Medical Ethics PHIL 148 @ Binghamton University, Sum 11


Lecture 06/27>Abortion

There are two central moral concerns in abortion: the moral status of the fetus and the rights of the mother. The moral status of the fetus can best be understood in terms of personhood. For some reason, Marquis seems to think he is not talking about personhood when he is talking about “the category of having a valuable future like ours” . Yet, it is difficult to see why he thinks this. In philosophy, person is a term that signifies an individual that satisfies certain criteria that allow them to be categorized as morally relevant. For Kant, a person is a rational being. For Peter Singer, a person is a being that is able to feel pain. For Warren, a person is a being that is part of the proper moral community. Likewise, for Marquis, it would make sense to say that a person is a being that has “a valuable future like ours.” [This definition has a bunch of other problems (like how similar does the valuable future have to be and how does the degree of similarity affect our obligations to these beings?), but that is something that we can get into in discussion, if anyone is interested.] Given that Marquis’ distinction between the category of personhood and his category of a valuable future seems to be meaningless, I think it makes sense to talk about personhood as one of the central moral concerns in abortion.

As you can see above, personhood can be satisfied by many different criteria. What is important, however, is that personhood bears with it the stamp of moral status. If someone is a person, then they have moral relevance. This is most easily understood in terms of obligation, but it also applies to consequentialist theories. As is pointed out in several of the essays for this week, the most common form of argument for and against abortion relies on the question of whether an embryo/fetus is a person. If a fetus is a person, then they have moral status and abortion is immoral. As Thomson points out, this is not as steadfast a conclusion as it is usually taken to be, as even in everyday life we recognize that there are situations where killing a person is not only not immoral, but right. Further, Thomson points out, one of the central tenets of western thought is the right to bodily integrity. Even if a fetus is a person, it does not follow that the rights of a fetus trump the mother’s right to bodily integrity.

The debate on abortion then is a debate about the balance of the rights of a person (where the fetus satisfies the criteria of personhood—it may satisfy it as a fetus, but not as an embryo—or where there is a sufficient argument from potential personhood) and the rights of bodily integrity. Notice that most debates about abortion that we are familiar with (from taking place very publically and vocally) are predicated on one of these sides in absolute terms: either the fetus’ personhood trumps the mother’s bodily integrity or the mother’s bodily integrity trumps the fetus’ personhood. It is likely that the moral situation is nowhere near as clear cut as this, as can be seen by the various arguments put forward by the writers in your text. The mere possibility of rape and the death of the mother speak to these complications, and it is only the most extreme supporters of abortion that allow that the death of the mother is preferable to the death of the fetus (after all, that situation makes the debate about identical situations: dying person versus dying person). The abortion debate becomes about the point where the mere rights of personhood do or do not trump the rights of bodily integrity.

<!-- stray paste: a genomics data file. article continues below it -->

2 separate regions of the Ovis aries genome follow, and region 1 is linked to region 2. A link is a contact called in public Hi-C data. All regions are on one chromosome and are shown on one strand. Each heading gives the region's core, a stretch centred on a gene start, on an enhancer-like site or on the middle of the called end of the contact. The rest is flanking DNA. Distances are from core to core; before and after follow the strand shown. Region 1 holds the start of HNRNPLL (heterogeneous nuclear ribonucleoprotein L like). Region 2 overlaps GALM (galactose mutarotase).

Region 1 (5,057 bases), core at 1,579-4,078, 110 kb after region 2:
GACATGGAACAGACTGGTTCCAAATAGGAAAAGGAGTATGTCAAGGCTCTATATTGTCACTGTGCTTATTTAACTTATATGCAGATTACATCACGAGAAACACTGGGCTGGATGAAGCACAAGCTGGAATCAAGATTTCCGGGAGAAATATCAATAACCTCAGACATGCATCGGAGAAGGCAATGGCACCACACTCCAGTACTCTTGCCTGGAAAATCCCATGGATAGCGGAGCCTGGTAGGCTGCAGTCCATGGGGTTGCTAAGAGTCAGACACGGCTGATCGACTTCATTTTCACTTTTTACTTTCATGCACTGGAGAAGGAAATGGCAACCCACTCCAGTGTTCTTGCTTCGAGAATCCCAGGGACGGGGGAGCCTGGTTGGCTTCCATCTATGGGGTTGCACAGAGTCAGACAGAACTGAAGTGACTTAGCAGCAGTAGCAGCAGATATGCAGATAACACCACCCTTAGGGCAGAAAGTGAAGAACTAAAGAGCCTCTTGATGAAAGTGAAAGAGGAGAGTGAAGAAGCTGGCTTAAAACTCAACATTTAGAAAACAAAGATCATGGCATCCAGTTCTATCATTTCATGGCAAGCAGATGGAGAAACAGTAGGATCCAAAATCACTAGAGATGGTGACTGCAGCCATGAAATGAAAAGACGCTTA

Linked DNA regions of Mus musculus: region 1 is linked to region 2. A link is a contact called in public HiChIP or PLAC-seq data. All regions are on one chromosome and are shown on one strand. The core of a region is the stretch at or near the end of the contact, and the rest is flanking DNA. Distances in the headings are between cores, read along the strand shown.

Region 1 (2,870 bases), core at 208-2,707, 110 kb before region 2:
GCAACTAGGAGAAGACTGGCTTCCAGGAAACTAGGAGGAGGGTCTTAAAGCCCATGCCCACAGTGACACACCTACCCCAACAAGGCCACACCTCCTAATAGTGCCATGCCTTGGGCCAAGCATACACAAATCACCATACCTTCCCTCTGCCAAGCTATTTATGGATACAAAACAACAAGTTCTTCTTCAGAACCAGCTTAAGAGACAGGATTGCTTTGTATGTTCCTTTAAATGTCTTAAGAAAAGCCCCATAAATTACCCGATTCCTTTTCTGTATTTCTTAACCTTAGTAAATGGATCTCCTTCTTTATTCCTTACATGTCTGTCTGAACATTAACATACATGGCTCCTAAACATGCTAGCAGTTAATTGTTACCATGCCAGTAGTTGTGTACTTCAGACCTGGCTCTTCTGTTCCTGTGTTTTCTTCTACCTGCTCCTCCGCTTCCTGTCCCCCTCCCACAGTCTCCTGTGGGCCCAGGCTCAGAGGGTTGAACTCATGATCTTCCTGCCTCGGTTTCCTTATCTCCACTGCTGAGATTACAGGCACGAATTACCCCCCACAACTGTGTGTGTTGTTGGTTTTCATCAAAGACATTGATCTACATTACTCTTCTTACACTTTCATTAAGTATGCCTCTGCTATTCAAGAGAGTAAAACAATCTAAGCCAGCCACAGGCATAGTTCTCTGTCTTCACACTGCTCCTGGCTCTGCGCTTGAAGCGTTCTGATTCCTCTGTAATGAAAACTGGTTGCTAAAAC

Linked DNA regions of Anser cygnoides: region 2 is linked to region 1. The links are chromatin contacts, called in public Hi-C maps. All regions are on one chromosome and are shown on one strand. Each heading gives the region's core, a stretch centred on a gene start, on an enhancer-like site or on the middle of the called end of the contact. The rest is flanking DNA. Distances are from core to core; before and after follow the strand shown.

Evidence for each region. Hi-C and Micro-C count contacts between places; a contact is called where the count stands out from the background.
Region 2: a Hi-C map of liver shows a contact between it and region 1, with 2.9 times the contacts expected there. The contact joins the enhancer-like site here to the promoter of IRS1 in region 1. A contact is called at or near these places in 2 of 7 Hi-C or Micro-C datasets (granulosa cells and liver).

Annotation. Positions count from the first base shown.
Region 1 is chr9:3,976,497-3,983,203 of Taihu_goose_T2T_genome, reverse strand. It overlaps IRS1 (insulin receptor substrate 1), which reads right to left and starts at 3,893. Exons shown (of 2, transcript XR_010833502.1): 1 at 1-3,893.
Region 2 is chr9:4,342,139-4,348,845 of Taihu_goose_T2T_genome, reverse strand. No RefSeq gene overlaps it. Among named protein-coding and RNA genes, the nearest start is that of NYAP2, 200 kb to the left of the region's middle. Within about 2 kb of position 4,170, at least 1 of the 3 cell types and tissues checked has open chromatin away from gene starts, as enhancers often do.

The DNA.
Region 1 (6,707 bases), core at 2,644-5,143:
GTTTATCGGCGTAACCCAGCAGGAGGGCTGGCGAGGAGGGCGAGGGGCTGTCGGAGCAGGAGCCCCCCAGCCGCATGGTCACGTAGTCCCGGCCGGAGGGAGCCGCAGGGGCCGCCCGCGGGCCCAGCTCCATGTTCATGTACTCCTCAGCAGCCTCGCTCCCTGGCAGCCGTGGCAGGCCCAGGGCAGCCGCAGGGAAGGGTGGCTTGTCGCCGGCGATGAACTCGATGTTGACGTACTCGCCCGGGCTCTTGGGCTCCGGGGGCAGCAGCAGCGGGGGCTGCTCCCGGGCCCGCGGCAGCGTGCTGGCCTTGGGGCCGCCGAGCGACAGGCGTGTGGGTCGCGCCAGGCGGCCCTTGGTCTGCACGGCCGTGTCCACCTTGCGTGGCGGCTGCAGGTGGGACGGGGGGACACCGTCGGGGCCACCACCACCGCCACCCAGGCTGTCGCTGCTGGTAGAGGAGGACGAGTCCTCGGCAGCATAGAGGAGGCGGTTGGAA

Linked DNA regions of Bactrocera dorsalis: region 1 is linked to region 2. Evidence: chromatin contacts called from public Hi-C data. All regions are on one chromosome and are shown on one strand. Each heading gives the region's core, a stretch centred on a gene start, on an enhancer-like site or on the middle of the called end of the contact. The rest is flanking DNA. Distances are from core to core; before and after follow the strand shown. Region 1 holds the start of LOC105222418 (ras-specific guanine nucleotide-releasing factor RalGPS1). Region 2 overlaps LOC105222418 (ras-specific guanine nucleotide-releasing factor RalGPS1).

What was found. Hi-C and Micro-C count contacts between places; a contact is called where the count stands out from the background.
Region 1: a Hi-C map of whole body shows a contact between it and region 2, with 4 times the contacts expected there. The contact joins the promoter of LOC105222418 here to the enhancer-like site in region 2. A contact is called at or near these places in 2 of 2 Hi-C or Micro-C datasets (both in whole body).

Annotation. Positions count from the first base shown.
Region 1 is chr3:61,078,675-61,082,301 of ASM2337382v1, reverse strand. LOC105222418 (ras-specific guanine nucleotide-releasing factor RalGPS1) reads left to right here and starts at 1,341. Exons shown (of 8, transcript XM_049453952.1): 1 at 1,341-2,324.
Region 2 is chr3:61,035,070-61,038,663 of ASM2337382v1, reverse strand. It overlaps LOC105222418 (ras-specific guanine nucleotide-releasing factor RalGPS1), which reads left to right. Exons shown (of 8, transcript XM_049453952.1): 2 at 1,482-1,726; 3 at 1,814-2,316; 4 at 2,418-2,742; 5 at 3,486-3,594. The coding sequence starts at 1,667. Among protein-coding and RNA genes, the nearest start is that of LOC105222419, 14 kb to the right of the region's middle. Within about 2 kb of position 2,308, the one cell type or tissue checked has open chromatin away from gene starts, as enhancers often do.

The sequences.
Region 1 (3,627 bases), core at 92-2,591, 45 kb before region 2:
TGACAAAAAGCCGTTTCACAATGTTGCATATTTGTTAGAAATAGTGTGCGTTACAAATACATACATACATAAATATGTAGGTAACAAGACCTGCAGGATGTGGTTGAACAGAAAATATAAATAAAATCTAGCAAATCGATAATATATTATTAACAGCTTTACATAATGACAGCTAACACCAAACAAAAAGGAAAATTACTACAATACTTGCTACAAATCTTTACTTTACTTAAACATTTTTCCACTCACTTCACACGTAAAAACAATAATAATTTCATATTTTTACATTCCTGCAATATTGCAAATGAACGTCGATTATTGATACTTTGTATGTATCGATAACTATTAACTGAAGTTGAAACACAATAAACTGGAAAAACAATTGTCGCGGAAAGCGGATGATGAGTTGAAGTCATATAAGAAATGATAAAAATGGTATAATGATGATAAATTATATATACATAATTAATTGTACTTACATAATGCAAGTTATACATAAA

This debate is impacted by many different details. As I pointed out above, an embryo may not count as a person, while a fetus might. Likewise, the mother’s involvement in the creation of the embryo might impact the strength of her right to bodily integrity (the status of a child resulting from failed birth control might be morally different than a child resulting from rape). For instance, while bodily integrity may be a prima facie right, that right might be overcome if the woman’s own actions led to the creation of the fetus—in other words, the woman may end up with a positive duty to support the child that overcomes the woman’s other right to bodily integrity.

An additional detail that strongly influences the position of those who support the legalization of abortion is the fundamental vulnerability of a woman’s position in reproduction. After all, if a woman has a positive duty to support even an unwanted child, then it follows naturally that so does the father of the child. Practically, however, forcing a father to provide for a child is much more difficult than preventing a woman from obtaining an abortion. A system that makes abortion illegal contributes to this the naturally more difficult position of the woman in such a situation. In talking about the balance of the rights of the fetus as a person and the rights of the mother to bodily integrity, we have been talking about the balance between duties of beneficence and duties of autonomy. Vulnerability, however, introduces an additional duty of justice. If the natural vulnerability of pregnancy (based solely on biological factors) is compounded by social circumstances (both systemic and non-systemic), does this bolster the woman’s right to bodily integrity or does it have no impact? What kind of system would have to be in place to make abortion morally unacceptable? Or does justice play no role in abortion?

Some Questions to Consider:

  • Do the rights of personhood trump rights of bodily integrity? Or vice versa?
  • What makes a being a person? What details make a being morally relevant?
  • What role should justice play in the abortion debate?
  • What relevance do biological differences make to how abortion should be treated?

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